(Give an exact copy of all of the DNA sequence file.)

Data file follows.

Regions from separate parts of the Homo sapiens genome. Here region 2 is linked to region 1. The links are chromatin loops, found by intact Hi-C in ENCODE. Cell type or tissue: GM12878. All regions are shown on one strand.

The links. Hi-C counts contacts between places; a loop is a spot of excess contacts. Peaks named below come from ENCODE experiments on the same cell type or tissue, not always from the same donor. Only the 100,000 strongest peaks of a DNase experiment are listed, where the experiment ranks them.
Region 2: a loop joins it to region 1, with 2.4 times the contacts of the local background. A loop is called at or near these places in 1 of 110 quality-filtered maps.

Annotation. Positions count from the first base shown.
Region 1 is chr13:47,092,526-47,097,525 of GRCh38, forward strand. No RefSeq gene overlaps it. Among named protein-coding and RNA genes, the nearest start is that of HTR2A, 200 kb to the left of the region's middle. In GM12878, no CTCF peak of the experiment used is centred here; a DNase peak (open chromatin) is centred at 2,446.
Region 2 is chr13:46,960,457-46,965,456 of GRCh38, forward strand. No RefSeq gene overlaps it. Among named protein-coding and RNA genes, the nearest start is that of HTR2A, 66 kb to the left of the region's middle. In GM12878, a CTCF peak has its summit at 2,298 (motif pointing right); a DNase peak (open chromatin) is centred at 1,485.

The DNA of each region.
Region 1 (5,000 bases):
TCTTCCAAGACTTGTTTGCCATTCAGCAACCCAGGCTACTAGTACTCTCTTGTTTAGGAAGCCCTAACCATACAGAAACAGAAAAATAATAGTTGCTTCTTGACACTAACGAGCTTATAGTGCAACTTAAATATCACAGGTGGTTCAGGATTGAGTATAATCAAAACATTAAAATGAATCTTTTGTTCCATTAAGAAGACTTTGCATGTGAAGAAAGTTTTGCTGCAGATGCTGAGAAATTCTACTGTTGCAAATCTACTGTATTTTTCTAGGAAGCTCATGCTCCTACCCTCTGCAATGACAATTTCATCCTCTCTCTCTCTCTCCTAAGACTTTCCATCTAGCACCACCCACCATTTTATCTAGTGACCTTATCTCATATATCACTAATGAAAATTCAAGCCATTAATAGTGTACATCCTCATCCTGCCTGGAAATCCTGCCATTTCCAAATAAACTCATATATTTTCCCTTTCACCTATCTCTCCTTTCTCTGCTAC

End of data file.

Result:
Regions from separate parts of the Homo sapiens genome. Here region 2 is linked to region 1. The links are chromatin loops, found by intact Hi-C in ENCODE. Cell type or tissue: GM12878. All regions are shown on one strand.

The links. Hi-C counts contacts between places; a loop is a spot of excess contacts. Peaks named below come from ENCODE experiments on the same cell type or tissue, not always from the same donor. Only the 100,000 strongest peaks of a DNase experiment are listed, where the experiment ranks them.
Region 2: a loop joins it to region 1, with 2.4 times the contacts of the local background. A loop is called at or near these places in 1 of 110 quality-filtered maps.

Annotation. Positions count from the first base shown.
Region 1 is chr13:47,092,526-47,097,525 of GRCh38, forward strand. No RefSeq gene overlaps it. Among named protein-coding and RNA genes, the nearest start is that of HTR2A, 200 kb to the left of the region's middle. In GM12878, no CTCF peak of the experiment used is centred here; a DNase peak (open chromatin) is centred at 2,446.
Region 2 is chr13:46,960,457-46,965,456 of GRCh38, forward strand. No RefSeq gene overlaps it. Among named protein-coding and RNA genes, the nearest start is that of HTR2A, 66 kb to the left of the region's middle. In GM12878, a CTCF peak has its summit at 2,298 (motif pointing right); a DNase peak (open chromatin) is centred at 1,485.

The DNA of each region.
Region 1 (5,000 bases):
TCTTCCAAGACTTGTTTGCCATTCAGCAACCCAGGCTACTAGTACTCTCTTGTTTAGGAAGCCCTAACCATACAGAAACAGAAAAATAATAGTTGCTTCTTGACACTAACGAGCTTATAGTGCAACTTAAATATCACAGGTGGTTCAGGATTGAGTATAATCAAAACATTAAAATGAATCTTTTGTTCCATTAAGAAGACTTTGCATGTGAAGAAAGTTTTGCTGCAGATGCTGAGAAATTCTACTGTTGCAAATCTACTGTATTTTTCTAGGAAGCTCATGCTCCTACCCTCTGCAATGACAATTTCATCCTCTCTCTCTCTCTCCTAAGACTTTCCATCTAGCACCACCCACCATTTTATCTAGTGACCTTATCTCATATATCACTAATGAAAATTCAAGCCATTAATAGTGTACATCCTCATCCTGCCTGGAAATCCTGCCATTTCCAAATAAACTCATATATTTTCCCTTTCACCTATCTCTCCTTTCTCTGCTAC